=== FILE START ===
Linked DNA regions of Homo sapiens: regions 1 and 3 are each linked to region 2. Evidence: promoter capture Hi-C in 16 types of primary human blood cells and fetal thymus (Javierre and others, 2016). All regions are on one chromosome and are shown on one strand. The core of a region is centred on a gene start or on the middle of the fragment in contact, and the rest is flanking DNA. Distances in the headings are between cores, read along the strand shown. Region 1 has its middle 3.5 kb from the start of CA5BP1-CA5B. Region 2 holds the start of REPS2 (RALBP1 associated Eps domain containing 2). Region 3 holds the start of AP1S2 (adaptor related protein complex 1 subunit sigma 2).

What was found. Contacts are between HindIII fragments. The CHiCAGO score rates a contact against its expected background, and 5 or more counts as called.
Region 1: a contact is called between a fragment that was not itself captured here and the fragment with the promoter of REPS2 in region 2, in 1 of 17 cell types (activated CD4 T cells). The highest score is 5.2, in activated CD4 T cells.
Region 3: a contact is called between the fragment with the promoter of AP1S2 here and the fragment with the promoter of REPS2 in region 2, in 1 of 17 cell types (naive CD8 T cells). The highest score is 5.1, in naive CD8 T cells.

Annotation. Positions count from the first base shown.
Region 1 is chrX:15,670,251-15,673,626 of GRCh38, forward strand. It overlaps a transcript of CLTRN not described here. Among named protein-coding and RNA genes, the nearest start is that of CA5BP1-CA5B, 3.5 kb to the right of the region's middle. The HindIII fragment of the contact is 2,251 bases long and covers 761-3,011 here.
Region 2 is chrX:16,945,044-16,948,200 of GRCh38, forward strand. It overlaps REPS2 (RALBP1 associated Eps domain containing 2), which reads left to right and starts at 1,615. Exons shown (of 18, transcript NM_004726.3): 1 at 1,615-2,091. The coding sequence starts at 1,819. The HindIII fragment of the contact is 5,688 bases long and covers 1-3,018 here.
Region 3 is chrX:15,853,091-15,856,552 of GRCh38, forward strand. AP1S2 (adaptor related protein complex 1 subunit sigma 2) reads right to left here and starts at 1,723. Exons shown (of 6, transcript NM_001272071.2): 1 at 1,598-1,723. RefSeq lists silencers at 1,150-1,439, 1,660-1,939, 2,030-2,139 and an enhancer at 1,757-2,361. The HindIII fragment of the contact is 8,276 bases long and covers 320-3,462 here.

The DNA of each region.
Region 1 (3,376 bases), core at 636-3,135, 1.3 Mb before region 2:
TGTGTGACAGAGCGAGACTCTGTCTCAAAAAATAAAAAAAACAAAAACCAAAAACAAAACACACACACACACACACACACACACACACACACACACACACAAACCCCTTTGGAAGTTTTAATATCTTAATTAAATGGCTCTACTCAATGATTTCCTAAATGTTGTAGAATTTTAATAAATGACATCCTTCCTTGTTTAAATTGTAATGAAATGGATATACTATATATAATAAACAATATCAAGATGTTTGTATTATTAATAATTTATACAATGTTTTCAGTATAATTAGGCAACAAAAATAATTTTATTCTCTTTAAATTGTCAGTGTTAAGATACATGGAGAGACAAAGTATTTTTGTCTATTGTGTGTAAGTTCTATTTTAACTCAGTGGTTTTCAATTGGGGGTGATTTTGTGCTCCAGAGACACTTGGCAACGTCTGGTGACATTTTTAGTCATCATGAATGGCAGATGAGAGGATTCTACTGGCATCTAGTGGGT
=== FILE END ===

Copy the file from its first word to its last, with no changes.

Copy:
Linked DNA regions of Homo sapiens: regions 1 and 3 are each linked to region 2. Evidence: promoter capture Hi-C in 16 types of primary human blood cells and fetal thymus (Javierre and others, 2016). All regions are on one chromosome and are shown on one strand. The core of a region is centred on a gene start or on the middle of the fragment in contact, and the rest is flanking DNA. Distances in the headings are between cores, read along the strand shown. Region 1 has its middle 3.5 kb from the start of CA5BP1-CA5B. Region 2 holds the start of REPS2 (RALBP1 associated Eps domain containing 2). Region 3 holds the start of AP1S2 (adaptor related protein complex 1 subunit sigma 2).

What was found. Contacts are between HindIII fragments. The CHiCAGO score rates a contact against its expected background, and 5 or more counts as called.
Region 1: a contact is called between a fragment that was not itself captured here and the fragment with the promoter of REPS2 in region 2, in 1 of 17 cell types (activated CD4 T cells). The highest score is 5.2, in activated CD4 T cells.
Region 3: a contact is called between the fragment with the promoter of AP1S2 here and the fragment with the promoter of REPS2 in region 2, in 1 of 17 cell types (naive CD8 T cells). The highest score is 5.1, in naive CD8 T cells.

Annotation. Positions count from the first base shown.
Region 1 is chrX:15,670,251-15,673,626 of GRCh38, forward strand. It overlaps a transcript of CLTRN not described here. Among named protein-coding and RNA genes, the nearest start is that of CA5BP1-CA5B, 3.5 kb to the right of the region's middle. The HindIII fragment of the contact is 2,251 bases long and covers 761-3,011 here.
Region 2 is chrX:16,945,044-16,948,200 of GRCh38, forward strand. It overlaps REPS2 (RALBP1 associated Eps domain containing 2), which reads left to right and starts at 1,615. Exons shown (of 18, transcript NM_004726.3): 1 at 1,615-2,091. The coding sequence starts at 1,819. The HindIII fragment of the contact is 5,688 bases long and covers 1-3,018 here.
Region 3 is chrX:15,853,091-15,856,552 of GRCh38, forward strand. AP1S2 (adaptor related protein complex 1 subunit sigma 2) reads right to left here and starts at 1,723. Exons shown (of 6, transcript NM_001272071.2): 1 at 1,598-1,723. RefSeq lists silencers at 1,150-1,439, 1,660-1,939, 2,030-2,139 and an enhancer at 1,757-2,361. The HindIII fragment of the contact is 8,276 bases long and covers 320-3,462 here.

The DNA of each region.
Region 1 (3,376 bases), core at 636-3,135, 1.3 Mb before region 2:
TGTGTGACAGAGCGAGACTCTGTCTCAAAAAATAAAAAAAACAAAAACCAAAAACAAAACACACACACACACACACACACACACACACACACACACACACAAACCCCTTTGGAAGTTTTAATATCTTAATTAAATGGCTCTACTCAATGATTTCCTAAATGTTGTAGAATTTTAATAAATGACATCCTTCCTTGTTTAAATTGTAATGAAATGGATATACTATATATAATAAACAATATCAAGATGTTTGTATTATTAATAATTTATACAATGTTTTCAGTATAATTAGGCAACAAAAATAATTTTATTCTCTTTAAATTGTCAGTGTTAAGATACATGGAGAGACAAAGTATTTTTGTCTATTGTGTGTAAGTTCTATTTTAACTCAGTGGTTTTCAATTGGGGGTGATTTTGTGCTCCAGAGACACTTGGCAACGTCTGGTGACATTTTTAGTCATCATGAATGGCAGATGAGAGGATTCTACTGGCATCTAGTGGGT